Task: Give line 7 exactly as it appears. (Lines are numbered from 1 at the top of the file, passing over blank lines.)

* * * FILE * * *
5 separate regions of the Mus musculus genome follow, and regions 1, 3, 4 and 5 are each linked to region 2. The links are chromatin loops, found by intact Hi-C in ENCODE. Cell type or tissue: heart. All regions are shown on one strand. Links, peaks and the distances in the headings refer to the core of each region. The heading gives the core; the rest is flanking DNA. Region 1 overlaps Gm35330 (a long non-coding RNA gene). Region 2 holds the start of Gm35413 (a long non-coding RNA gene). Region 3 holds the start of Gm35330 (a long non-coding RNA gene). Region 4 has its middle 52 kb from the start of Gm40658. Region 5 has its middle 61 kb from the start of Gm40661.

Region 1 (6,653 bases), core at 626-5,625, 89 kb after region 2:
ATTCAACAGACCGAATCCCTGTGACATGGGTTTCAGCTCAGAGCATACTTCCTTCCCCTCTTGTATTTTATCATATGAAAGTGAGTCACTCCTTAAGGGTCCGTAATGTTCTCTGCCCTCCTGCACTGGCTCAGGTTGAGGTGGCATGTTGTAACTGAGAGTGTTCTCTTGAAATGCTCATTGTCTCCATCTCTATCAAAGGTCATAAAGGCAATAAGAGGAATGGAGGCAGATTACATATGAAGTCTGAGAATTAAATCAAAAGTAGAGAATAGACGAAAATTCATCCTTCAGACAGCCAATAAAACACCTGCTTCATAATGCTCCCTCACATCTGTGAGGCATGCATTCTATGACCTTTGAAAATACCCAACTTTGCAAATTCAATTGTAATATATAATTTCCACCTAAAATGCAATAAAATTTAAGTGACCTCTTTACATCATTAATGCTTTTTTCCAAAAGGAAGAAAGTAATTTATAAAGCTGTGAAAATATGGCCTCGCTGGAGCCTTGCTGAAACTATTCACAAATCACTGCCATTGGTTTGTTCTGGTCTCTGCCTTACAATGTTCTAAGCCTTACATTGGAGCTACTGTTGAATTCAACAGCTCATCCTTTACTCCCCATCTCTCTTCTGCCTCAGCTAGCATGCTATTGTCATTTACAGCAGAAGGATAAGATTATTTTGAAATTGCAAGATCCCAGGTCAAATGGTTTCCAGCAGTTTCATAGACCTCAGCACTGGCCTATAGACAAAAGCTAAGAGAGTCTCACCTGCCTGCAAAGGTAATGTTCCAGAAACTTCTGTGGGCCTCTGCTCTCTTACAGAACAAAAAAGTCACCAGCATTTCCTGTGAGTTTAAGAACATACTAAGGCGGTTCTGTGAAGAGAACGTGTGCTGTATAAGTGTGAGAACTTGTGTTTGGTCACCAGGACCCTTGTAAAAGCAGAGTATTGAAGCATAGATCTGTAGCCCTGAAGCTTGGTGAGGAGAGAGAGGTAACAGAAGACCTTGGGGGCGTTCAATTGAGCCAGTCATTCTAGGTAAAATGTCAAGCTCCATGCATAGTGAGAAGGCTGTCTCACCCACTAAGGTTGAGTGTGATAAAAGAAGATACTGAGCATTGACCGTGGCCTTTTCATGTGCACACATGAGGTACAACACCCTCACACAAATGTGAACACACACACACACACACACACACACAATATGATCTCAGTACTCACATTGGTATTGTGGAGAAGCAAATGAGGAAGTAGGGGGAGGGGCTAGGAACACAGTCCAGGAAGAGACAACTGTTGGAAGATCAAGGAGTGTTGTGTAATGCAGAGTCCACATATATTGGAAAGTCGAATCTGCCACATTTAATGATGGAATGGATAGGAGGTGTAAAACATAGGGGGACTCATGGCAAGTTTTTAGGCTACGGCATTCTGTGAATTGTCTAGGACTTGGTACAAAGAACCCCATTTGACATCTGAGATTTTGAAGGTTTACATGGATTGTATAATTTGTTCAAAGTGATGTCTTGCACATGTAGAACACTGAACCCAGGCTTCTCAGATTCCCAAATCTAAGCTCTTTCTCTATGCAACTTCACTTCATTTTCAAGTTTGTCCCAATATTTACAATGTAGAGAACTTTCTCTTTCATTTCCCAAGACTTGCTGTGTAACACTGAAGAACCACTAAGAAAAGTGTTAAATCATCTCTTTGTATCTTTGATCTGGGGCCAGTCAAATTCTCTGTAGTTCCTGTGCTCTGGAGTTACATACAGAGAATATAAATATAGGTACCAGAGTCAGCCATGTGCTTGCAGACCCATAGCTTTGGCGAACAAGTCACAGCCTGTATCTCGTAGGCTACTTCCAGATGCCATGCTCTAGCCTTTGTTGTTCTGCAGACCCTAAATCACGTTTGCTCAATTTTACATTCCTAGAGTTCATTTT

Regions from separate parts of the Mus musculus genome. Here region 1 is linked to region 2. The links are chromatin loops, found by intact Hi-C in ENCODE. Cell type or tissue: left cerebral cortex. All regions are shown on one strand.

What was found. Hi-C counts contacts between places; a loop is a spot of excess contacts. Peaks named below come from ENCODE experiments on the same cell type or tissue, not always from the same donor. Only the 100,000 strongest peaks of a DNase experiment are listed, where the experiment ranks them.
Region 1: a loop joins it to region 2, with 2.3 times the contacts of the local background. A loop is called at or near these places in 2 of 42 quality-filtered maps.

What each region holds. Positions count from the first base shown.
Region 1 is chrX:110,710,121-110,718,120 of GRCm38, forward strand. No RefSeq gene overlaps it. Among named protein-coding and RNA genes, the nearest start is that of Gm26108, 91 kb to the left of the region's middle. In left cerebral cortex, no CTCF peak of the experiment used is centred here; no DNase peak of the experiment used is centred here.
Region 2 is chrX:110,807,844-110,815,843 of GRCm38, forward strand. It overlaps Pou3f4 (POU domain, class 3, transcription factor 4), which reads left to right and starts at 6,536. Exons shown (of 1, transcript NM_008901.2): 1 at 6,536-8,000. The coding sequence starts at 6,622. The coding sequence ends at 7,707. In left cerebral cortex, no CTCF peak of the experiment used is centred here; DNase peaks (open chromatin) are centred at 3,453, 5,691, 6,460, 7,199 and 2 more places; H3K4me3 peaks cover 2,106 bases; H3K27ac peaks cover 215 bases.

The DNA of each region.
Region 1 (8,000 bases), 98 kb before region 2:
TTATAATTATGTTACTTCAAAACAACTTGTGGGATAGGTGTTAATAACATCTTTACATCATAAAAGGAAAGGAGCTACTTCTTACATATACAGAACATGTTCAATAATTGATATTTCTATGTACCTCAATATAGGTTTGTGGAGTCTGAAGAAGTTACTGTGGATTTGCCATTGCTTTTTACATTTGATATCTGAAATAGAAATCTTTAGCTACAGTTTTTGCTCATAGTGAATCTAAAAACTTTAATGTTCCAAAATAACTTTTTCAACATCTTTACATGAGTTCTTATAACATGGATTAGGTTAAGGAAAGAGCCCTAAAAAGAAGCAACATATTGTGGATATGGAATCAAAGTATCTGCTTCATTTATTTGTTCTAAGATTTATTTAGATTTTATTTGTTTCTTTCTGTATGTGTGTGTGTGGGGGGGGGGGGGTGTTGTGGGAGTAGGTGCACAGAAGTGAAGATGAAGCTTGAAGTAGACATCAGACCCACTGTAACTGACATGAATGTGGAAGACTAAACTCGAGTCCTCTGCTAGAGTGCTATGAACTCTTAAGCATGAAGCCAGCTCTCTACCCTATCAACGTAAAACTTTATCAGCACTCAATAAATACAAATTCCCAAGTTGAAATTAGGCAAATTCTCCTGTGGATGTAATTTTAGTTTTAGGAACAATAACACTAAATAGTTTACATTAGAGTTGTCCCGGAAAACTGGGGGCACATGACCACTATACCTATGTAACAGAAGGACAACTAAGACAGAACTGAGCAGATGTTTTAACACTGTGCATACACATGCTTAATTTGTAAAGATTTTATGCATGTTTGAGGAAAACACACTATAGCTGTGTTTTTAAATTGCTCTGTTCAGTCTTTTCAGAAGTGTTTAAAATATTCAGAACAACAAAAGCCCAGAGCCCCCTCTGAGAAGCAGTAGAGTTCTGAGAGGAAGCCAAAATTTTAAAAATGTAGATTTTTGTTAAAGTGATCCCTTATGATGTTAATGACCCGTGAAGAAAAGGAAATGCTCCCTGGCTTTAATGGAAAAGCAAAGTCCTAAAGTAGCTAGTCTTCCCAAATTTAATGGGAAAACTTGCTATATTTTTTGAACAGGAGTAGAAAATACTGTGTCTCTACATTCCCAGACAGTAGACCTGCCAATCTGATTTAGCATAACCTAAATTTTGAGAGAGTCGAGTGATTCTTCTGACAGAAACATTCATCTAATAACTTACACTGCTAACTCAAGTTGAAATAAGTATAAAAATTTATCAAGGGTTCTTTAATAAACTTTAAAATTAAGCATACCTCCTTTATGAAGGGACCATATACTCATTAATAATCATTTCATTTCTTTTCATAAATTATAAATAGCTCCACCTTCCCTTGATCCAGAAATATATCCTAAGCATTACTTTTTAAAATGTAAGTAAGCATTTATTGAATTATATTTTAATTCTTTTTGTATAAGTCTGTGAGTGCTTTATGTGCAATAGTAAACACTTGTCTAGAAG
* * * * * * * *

What each region holds. Positions count from the first base shown.